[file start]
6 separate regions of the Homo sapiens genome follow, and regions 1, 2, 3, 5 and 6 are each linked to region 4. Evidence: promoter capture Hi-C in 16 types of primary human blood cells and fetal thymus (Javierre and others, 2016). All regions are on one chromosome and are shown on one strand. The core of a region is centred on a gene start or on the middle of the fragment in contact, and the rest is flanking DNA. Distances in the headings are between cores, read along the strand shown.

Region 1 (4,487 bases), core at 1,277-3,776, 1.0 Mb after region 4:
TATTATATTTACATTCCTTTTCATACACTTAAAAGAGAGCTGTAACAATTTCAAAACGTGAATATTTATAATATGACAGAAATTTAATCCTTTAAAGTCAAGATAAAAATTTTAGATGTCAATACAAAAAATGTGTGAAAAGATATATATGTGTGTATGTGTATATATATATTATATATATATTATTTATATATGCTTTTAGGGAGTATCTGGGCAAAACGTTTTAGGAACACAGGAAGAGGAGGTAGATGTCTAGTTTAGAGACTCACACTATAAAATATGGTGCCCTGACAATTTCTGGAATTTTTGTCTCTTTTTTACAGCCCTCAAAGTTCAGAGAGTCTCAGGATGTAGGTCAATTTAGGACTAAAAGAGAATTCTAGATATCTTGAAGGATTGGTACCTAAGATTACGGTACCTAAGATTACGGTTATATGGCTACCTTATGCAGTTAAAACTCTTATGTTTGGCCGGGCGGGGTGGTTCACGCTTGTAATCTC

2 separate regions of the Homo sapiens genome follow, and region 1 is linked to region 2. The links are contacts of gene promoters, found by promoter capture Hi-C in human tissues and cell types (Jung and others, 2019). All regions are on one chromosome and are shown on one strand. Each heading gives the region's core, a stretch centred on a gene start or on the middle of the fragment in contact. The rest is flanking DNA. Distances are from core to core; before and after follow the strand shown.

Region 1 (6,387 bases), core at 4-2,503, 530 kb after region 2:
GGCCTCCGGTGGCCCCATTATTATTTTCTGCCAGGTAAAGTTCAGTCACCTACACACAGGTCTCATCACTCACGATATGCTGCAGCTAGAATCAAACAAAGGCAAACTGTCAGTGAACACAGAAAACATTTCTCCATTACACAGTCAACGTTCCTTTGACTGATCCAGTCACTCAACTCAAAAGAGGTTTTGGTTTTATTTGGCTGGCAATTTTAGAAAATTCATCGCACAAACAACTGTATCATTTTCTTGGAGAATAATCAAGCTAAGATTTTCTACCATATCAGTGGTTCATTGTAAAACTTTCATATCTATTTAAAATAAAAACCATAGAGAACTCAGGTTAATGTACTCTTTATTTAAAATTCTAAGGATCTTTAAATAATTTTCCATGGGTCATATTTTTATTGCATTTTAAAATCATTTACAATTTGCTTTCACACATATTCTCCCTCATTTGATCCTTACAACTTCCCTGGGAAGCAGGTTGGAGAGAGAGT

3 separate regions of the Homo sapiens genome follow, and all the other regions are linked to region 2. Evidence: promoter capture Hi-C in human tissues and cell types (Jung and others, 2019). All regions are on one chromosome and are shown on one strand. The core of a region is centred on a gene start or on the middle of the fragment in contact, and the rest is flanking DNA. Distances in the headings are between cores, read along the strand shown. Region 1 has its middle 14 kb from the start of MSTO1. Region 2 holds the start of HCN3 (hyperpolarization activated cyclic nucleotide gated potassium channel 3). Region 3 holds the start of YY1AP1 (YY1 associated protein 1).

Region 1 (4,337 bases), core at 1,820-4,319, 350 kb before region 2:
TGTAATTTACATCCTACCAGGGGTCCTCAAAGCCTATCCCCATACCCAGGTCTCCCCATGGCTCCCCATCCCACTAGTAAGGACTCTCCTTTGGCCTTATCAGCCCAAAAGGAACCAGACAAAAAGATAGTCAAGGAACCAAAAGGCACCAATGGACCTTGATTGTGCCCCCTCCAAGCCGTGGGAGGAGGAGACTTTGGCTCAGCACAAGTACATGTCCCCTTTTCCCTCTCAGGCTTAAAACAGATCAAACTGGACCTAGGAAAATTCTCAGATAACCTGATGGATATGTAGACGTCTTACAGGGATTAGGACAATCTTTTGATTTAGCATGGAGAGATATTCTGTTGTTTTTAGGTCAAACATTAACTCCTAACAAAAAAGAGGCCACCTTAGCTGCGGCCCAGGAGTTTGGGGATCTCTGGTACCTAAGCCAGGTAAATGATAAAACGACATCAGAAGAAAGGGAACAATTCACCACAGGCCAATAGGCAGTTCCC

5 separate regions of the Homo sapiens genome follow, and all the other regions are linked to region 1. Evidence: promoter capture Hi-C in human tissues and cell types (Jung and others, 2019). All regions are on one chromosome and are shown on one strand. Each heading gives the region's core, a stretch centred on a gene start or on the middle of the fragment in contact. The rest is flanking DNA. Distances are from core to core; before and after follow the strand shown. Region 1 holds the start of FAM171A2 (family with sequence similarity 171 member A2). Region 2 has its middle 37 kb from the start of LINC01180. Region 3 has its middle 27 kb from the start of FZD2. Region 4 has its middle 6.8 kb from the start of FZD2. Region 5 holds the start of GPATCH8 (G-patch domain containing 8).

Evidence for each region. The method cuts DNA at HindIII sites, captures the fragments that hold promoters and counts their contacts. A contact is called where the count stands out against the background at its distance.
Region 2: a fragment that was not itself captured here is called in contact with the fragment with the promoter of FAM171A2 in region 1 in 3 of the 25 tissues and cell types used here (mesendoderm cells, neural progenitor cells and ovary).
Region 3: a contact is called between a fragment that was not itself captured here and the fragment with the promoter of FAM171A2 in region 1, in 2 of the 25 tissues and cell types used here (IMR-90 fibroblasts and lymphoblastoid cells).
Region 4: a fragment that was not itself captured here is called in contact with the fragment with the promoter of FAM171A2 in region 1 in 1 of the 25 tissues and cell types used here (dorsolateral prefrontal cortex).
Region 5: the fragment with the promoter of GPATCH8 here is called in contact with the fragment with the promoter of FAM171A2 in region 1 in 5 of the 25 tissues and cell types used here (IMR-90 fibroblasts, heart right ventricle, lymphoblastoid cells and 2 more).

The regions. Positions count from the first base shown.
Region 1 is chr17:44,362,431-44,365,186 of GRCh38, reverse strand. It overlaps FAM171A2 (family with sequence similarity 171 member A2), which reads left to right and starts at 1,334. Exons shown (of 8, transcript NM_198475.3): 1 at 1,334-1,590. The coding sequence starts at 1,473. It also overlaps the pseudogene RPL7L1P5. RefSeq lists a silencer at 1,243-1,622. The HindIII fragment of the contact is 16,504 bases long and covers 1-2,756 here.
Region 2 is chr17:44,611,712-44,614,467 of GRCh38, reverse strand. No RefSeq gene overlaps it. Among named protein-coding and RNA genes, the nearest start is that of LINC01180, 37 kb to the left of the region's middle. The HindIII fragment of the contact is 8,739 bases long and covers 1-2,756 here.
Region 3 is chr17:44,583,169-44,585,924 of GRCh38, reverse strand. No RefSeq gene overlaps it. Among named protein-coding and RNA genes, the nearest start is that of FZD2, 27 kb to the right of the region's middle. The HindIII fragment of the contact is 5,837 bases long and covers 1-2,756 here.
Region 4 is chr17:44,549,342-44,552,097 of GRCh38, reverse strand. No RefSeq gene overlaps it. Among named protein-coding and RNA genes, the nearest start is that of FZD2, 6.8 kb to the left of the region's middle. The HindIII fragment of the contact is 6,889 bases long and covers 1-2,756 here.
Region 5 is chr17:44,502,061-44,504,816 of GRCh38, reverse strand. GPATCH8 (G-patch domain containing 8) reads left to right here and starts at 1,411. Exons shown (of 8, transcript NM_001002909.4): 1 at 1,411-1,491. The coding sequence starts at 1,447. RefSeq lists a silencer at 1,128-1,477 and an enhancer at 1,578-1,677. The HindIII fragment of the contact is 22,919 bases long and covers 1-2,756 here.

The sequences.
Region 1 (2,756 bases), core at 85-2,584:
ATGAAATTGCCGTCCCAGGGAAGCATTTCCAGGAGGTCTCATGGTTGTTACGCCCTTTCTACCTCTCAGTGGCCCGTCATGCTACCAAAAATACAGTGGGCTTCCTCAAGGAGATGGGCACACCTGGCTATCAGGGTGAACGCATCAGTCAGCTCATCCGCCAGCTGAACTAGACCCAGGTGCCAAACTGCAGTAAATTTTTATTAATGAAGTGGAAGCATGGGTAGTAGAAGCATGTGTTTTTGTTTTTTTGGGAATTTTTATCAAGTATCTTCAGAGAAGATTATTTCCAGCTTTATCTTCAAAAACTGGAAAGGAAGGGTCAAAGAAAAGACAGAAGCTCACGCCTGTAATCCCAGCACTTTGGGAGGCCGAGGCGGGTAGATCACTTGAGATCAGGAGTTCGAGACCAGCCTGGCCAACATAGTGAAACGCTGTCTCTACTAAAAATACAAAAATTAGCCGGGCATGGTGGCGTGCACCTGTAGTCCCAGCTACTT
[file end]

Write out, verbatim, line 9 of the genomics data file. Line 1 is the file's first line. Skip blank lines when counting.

TGTAATTTACATCCTACCAGGGGTCCTCAAAGCCTATCCCCATACCCAGGTCTCCCCATGGCTCCCCATCCCACTAGTAAGGACTCTCCTTTGGCCTTATCAGCCCAAAAGGAACCAGACAAAAAGATAGTCAAGGAACCAAAAGGCACCAATGGACCTTGATTGTGCCCCCTCCAAGCCGTGGGAGGAGGAGACTTTGGCTCAGCACAAGTACATGTCCCCTTTTCCCTCTCAGGCTTAAAACAGATCAAACTGGACCTAGGAAAATTCTCAGATAACCTGATGGATATGTAGACGTCTTACAGGGATTAGGACAATCTTTTGATTTAGCATGGAGAGATATTCTGTTGTTTTTAGGTCAAACATTAACTCCTAACAAAAAAGAGGCCACCTTAGCTGCGGCCCAGGAGTTTGGGGATCTCTGGTACCTAAGCCAGGTAAATGATAAAACGACATCAGAAGAAAGGGAACAATTCACCACAGGCCAATAGGCAGTTCCC